Mercer to host eighth ‘Go Baby Go’ toy car build for children with reduced mobility

MACON – Mercer University Engineering Honors Program and Tift College of Education will host their latest release of Go Baby Go on October 1 to modify battery-powered toy cars for children with reduced mobility.

The work will take place from 10:30 a.m. to 3:00 p.m. on the intramural courtyard of the University Center n°3 of the Macon campus.

Go Baby Go is a national research, design, and community outreach program that began in 2012 at the University of Delaware. Integrating assistive technology, families, clinicians and industry partners, the program helps provide children with disabilities the opportunity to move, roam and socialize.

The University has already organized events in December 2016, March 2017, October 2017, February 2018, October 2018, March 2019 and October 2019. In total, these events provided mobility solutions for almost 100 children.

For the upcoming build, Mercer freshmen and senior engineering students will build and modify cars to meet the specific needs of children from 16 families.

The event is supported by Dr. Philip McCreanor and in the Engineering school and Dr. Sybil Keesbury Martin from the College of Education.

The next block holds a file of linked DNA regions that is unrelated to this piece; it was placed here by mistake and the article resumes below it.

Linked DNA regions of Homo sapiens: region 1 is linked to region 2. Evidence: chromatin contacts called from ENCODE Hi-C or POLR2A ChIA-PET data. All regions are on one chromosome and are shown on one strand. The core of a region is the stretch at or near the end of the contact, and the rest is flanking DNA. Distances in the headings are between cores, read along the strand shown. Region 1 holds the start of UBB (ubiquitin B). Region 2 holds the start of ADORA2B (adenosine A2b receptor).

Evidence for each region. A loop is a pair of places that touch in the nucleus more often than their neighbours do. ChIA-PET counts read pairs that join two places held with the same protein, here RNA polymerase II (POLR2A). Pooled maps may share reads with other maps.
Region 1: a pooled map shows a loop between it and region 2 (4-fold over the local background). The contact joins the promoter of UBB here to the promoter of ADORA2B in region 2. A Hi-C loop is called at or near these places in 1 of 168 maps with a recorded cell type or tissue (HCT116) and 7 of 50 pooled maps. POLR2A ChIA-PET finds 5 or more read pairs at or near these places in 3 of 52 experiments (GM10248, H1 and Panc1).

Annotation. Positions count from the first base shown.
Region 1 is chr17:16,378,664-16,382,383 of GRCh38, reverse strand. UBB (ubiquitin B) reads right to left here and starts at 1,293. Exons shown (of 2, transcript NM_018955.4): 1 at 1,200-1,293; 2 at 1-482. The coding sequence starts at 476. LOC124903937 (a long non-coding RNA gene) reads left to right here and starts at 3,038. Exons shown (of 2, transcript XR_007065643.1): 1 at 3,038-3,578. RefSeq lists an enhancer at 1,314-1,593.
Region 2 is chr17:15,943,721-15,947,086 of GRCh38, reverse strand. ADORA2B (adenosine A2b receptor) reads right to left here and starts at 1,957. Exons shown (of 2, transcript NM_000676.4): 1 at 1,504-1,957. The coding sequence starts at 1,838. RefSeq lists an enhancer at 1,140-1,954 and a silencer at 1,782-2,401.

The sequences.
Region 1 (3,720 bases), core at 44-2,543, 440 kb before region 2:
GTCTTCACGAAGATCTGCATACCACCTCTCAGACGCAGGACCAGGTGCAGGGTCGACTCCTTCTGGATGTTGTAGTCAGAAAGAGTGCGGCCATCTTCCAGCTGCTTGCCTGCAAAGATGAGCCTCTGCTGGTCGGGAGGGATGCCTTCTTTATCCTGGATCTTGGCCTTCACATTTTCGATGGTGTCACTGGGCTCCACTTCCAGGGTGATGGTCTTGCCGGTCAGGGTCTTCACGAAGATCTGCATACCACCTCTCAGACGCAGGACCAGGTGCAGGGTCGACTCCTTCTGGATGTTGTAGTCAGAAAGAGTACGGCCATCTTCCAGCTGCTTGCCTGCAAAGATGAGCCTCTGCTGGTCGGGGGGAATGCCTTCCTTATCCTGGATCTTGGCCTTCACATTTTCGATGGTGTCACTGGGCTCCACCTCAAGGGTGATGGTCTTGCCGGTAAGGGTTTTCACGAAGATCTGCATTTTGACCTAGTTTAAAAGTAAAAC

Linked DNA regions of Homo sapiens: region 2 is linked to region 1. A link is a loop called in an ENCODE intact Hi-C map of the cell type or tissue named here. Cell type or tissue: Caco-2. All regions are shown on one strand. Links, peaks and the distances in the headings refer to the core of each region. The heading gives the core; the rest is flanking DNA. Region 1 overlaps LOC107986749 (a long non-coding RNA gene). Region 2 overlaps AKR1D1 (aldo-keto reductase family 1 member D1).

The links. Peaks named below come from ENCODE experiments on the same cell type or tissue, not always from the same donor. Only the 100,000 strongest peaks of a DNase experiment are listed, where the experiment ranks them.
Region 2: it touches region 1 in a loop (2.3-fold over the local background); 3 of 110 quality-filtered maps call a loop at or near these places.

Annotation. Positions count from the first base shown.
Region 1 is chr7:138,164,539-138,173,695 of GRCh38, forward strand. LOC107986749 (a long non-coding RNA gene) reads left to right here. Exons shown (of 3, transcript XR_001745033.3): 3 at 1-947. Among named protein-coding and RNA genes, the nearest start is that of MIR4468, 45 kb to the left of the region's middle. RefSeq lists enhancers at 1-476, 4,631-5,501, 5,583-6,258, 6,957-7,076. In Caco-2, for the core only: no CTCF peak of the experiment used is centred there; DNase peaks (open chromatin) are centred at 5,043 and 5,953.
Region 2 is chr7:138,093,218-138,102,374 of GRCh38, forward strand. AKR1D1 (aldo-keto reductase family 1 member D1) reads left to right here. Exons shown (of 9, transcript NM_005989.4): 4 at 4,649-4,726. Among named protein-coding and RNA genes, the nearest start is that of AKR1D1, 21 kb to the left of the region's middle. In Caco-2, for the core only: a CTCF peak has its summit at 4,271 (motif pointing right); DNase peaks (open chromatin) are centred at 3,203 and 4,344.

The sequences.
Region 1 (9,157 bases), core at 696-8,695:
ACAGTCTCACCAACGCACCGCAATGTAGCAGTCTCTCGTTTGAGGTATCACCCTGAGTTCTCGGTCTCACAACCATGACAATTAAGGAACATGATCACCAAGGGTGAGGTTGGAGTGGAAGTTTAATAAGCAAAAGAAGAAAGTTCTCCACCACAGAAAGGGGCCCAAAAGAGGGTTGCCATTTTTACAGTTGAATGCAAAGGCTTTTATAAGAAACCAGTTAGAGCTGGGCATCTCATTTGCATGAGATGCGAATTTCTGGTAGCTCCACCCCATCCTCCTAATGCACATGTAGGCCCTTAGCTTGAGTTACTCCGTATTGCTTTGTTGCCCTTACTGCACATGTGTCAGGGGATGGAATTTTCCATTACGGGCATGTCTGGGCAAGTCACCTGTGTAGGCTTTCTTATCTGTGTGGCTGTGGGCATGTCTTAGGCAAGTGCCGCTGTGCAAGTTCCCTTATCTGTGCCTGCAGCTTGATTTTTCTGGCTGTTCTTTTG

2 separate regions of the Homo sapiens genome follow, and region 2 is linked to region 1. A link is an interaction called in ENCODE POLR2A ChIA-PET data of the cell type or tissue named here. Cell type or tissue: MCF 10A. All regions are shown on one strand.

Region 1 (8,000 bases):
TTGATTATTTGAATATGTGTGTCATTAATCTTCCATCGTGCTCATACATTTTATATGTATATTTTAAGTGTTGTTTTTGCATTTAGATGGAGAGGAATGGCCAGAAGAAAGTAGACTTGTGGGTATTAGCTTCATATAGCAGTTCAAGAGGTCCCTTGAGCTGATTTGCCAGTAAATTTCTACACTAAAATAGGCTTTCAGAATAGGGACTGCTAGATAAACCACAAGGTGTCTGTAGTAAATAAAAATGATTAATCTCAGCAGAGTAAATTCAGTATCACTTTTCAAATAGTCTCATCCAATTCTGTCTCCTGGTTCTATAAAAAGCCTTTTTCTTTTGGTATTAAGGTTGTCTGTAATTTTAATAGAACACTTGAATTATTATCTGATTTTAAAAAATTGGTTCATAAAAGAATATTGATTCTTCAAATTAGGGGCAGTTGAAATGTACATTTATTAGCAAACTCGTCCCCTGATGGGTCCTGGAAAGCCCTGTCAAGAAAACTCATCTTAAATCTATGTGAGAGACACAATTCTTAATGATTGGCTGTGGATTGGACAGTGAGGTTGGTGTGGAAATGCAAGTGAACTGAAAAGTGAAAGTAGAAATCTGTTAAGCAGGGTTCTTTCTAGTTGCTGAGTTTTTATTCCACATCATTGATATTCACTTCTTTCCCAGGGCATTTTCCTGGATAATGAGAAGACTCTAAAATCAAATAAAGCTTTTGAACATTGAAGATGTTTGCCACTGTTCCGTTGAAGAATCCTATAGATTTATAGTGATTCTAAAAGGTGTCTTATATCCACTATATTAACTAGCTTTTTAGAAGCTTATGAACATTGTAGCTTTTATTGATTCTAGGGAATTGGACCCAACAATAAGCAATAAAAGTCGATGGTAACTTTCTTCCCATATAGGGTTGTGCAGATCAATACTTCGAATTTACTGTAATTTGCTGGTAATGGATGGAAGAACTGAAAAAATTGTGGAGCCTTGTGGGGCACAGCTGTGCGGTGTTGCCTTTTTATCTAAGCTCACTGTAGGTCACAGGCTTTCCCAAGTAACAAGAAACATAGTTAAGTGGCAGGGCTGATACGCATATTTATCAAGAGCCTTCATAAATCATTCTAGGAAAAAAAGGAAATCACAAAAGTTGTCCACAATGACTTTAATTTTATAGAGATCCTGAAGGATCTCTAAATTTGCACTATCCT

“Go Baby Go offers Mercer students the opportunity to participate in builds by helping with childcare, meeting families, seeing children and families up close and interacting with them,” Dr. Martin said. “Students build relationships with these children and their families during the few hours they spend on campus, allowing them to put into practice everything they learn in their children, family and development classes. of the child. The Go Baby Go project allows us to have a real impact on children and families in the community and throughout the state of Georgia by providing them with access to vehicles modified for their specific needs.

“These events foster connections between the lower and upper classes of the honors engineering program, education students, and technical communication students, as well as faculty and staff in the School of Engineering, Technical Communication Department, and of the school of education,” added Dr McCreanor. . “The Go Baby Go construction events have become a highlight of the engineering honors program. Academically, these events introduce and reinforce basic electronics concepts through hands-on activities and promote the service-oriented nature of not only the School of Engineering, but also the wider Mercer University community.

In addition to students from the School of Engineering and College of Education, Mercer student-athletes volunteer at the event to provide support to fellow students and faculty as well as children and families who receive services.

Featured photo by Leah Yetter

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